62nd year in a row, The World Press Photo Foundation has run the renowned World Press Photo of the Year contest. The finalists of the 2019 contest have just been announced, and these are powerful images that tell stories from all over the world.
In a break from the past, World Press Photo (WPP) released the short list of finalists in advance of naming the winners to their annual contest – arguably the most prestigious in all of photojournalism.1 The photos are remarkable for their composition, exposure and intimacy. But judging by the subject matter one might surmise that we’re living in a hellish dystopia, or that the jury believes pain and suffering is the most valid form of photojournalism.
The World Press Photo Foundation has announced the finalist of their renowned World Press Photo of the Year contest. The 2018 contest is the 61st, and for the first time, the six nominees for the World Press Photo of the Year are revealed.
Over 4,500 photographers from 125 countries submitted their photos. There were over 73,000 to judge. As always, the final selection of photos contains storytelling, powerful and moving images. However, some of them contain graphic content, so viewer discretion is advised.
Burhan Ozbilici, the photographer who documented the assassination of Russian Ambassador to Turkey, won the World Press Photo of the Year. On December 19, 2016, he was at an exhibition opening in Ankara, when the incident occurred. As he said back then, he was only doing his job. As the crowd started panicking, Ozbilici remained calm and documented what he witnessed. The photo went viral almost instantly and the reactions were different and pretty intense.
Eyebrows were raised in the photojournalism community yesterday when World Press Photo – an industry stalwart – announced the creation of a new contest that would “not have rules limiting how images are produced.” The contest would allow staged and manipulated images – dubbed “creative documentary photography” – in support of contemporary storytelling.
One the one hand, this is outrageous. It’s more than a matter of semantics to reappropriate the meaning of “journalism” and “documentary.” Lives have literally been lost in the pursuit of the ideals espoused by these words.
But let’s take a step back and acknowledge that the contest is still unnamed and that “creative documentary photography” is, perhaps, a working title for an unfinished product.
Daniel Ochoa de Olza‘s emotional series of 8 images that received third place in the People, Stories category of the World Press Photo contest (see the winners here) has been withdrawn by Associated Press, stating that the submission of the set was made in error.
The photographs in question were never distributed by the AP – our criteria for entering work in contests – because of our policy on reproducing photographs taken by others.
We sincerely regret the inconvenience our withdrawal of these eight photos has caused World Press Photo and we will take immediate steps to prevent this from happening again in any photojournalism contest. – Santiago Lyon, Associated Press vice president for photography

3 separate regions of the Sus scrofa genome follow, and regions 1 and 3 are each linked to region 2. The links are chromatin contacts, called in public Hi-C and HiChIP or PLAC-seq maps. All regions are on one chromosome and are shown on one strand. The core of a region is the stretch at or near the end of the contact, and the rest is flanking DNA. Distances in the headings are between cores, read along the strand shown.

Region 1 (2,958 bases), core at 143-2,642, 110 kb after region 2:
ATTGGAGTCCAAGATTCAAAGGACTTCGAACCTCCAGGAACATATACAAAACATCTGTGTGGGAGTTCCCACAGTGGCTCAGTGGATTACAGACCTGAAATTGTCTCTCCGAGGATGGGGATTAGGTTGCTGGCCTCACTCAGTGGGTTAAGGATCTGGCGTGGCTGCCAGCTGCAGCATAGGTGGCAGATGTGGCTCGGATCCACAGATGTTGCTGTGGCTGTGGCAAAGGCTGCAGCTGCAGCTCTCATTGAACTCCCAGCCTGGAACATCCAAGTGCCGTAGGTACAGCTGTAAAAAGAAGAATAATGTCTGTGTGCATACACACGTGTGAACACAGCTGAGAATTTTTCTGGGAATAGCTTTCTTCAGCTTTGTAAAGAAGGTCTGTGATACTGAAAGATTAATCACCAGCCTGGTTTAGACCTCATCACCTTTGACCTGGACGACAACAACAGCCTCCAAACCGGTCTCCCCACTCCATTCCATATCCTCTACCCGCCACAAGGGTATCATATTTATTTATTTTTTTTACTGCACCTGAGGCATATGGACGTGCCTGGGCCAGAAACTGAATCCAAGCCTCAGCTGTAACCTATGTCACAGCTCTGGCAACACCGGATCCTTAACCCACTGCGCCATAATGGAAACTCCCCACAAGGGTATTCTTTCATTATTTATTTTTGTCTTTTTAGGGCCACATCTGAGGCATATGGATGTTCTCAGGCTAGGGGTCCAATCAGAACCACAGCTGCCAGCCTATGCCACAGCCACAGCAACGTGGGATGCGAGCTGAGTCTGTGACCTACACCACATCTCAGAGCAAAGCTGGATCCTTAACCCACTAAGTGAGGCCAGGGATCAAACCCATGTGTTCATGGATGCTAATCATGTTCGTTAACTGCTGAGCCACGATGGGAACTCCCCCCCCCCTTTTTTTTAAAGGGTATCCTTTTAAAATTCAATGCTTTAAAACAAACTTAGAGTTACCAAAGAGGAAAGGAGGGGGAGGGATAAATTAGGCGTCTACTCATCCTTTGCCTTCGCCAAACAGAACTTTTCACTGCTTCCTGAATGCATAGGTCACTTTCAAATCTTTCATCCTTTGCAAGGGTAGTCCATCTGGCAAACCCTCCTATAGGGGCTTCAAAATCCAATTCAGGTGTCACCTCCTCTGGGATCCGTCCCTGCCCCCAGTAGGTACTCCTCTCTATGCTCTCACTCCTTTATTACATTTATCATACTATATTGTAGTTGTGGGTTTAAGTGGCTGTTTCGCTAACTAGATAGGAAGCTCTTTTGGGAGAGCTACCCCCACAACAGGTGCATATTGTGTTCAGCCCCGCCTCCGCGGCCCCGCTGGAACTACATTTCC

You might remember that World Press Photo announced new guidelines last year after controversy that saw around 20% of entries disqualified, but that doesn’t seem to have slowed down the entries.
From a pool of 82.951 photos made by 5,775 photographers from 128 different countries, the contenders for the 59th annual World Press Photo Awards have been whittled down and the winners have been announced.
Of 8 themed categories, prizes went to 41 photographers in 21 countries including Australia, Austria, Brazil, Canada, China, France, Germany, Iran, Italy, Japan, Mexico, Portugal, Russia, Slovenia, South Africa, Spain, Sweden, Switzerland, Syria, Turkey and the USA.
Australian photographer Warren Richardson has won the grand prize for World Press Photo of the Year, as well as first prize in the Spot News category.
Earlier this year it was revealed that 22% of entries into the 58th annual World Press Photo competition had been immediately disqualified due to ‘careless’ post-processing.
Two weeks after that announcement, an entirely new controversy arose when the mayor of Charleroi, Belgium claimed a series of winning photographs were staged and sensationalized. It was later revealed that the photos would not be disqualified, as the World Press Photo Association (WPPA) said there were ’no grounds for doubting the photographer’s integrity in carrying out his work.’
In hopes of preventing a repeat of the controversies of the past few years, WPPA has announced a new set of ethic guidelines for the 2016 competition.[Read More…]
As of 4:22 PM EST, the World Press Photo competition has decided to disqualify Giovanni Troilo’s first-prize Contemporary Issues story. After we reported yesterday that a claim against one of Troilo’s winning images was taken outside of Charleroi, WPP opened an official investigation on the matter. After speaking with Troilo, they have confirmed that the photo which depicts a painter working with live models had been actually been taken in Molenbeek, Brussels. In a press release, WPP explained:[Read More…]